And the party garden wins



Snaps to my good friend Gordon Ballard (who does not blog
but should); photos of the transition of his entertainment area from a winter
disaster to an awesome gathering space won the July
Fine Gardening photo contest
(on their website). 


Above is one of  my favorite images of Gordon’s garden, though I’ve certainly logged plenty of hours at the cantina. (I guess this is kind of a TGIF post.)

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Elizabeth Licata has been a regular writer for  Garden Rant since 2007, after contributing a guest rant about the overuse of American flags in front gardens. She lives and gardens in Buffalo, N.Y., which, far from the frozen wasteland many assume it to be, is a lush paradise of gardens, historic architecture, galleries, museums, theaters, and fun. As editor of Buffalo Spree magazine,  Licata helps keep Western New Yorkers apprised about what is happening in their region. She is also a freelance writer and art curator, who’s been published in Fine Gardening, Horticulture, ArtNews, Art in America, the Village Voice, and many other publications. She does regular radio segments for the local NPR affiliate, WBFO.

Licata is involved with Garden Walk Buffalo, the largest free garden tour in the US and possibly the world, and has written the text for a book about Garden Walk. She has also written and edited several art-related books. Contact Elizabeth: ealicata at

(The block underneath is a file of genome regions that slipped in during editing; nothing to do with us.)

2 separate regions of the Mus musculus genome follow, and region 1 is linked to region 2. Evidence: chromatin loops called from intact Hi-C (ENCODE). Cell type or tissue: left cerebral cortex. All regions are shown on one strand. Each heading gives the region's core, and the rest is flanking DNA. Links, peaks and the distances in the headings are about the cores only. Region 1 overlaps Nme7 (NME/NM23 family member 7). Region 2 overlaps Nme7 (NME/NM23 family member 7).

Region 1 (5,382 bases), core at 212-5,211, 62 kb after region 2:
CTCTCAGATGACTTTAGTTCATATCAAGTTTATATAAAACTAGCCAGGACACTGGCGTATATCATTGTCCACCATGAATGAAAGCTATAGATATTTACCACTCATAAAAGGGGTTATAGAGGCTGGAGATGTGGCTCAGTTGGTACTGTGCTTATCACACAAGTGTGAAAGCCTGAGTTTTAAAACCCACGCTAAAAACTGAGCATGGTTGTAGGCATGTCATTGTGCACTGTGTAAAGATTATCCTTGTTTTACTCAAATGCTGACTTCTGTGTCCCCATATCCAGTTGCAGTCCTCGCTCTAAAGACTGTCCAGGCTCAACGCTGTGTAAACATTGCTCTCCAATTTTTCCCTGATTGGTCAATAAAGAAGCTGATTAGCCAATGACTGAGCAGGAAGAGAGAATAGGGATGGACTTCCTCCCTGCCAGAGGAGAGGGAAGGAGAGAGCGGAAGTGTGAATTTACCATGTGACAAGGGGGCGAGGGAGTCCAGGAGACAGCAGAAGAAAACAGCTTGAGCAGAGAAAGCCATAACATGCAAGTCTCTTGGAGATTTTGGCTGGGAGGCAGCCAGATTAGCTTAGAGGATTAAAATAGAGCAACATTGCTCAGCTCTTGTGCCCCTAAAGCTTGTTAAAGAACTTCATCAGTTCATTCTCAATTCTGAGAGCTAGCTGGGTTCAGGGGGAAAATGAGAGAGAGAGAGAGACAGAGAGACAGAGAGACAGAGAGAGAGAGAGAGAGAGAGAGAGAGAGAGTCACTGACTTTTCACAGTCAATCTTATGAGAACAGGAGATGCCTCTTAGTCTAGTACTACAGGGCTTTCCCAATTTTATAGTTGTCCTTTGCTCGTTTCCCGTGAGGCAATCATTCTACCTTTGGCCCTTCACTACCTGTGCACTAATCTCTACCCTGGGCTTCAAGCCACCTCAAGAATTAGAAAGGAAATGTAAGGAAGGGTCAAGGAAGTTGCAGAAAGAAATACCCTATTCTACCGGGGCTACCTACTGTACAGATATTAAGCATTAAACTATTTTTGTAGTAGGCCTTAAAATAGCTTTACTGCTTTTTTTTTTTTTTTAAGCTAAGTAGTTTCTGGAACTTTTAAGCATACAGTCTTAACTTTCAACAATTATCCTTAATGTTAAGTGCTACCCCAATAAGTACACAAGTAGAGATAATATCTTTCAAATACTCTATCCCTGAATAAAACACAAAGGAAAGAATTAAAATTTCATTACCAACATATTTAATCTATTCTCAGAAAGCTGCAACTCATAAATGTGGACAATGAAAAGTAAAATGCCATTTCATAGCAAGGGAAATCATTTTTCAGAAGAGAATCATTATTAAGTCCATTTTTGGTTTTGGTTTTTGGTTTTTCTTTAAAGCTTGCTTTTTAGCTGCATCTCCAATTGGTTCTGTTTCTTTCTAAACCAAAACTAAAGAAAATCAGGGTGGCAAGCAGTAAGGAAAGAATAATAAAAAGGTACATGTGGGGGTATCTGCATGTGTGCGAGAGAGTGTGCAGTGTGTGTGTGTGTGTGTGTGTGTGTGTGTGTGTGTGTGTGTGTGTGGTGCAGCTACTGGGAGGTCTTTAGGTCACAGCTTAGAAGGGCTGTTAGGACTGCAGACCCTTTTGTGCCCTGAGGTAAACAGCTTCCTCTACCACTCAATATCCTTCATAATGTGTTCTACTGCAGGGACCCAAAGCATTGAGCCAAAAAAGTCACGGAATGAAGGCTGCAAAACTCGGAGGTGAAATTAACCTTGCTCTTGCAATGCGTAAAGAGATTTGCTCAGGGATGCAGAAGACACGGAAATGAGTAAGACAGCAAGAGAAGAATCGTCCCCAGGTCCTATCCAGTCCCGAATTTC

1. Those are eryngium, Caroline. They are sold at most nurseries and I understand they are pretty easy to grow with sun.

    Of course, I wouldn’t know about that.

  2. just want to send you a note about water rates in Carlsbad CA going up 45% on agriculture. Big center for flower production, strawberries. City council discussing subsidzing the Flower Fields so they can stay in business.

    What’s ahead for California flower industry?

  3. I’m going to regret jumping into the CA/Water discussion, but… (with both feet)

    California’s history with water and its love affair with agribusiness are troublesome at best. Many of the largest food suppliers not only get their water either free or at a ridiculously low cost, they are able to sell it back to the state. For a state that seems to be suffering from drought every year, this appears to be folly.

    But money talks… And, California is not only the country’s biggest agri-supplier, it supplies food to the world (at least we export something, right?).

    Who wins? Big business (the “lovely” people who bring you POM Wonderful, Almond Accents, Sunkist pistachios and Fiji Water are all the same people who own Teleflora), of course. Who loses? Everyone else, including the individual farmer, who needs the water subsidy to survive, but is driven out of business by regulations meant to curtail the large farmer.

    What’s ahead for California agriculture? The answer lies in an ever-depleting water source and the mysterious disappearance of the imported European honeybee — a necessity brought in for the lucrative almond crops.

    Sorry, I had to put my 2 (or more) cents in here.


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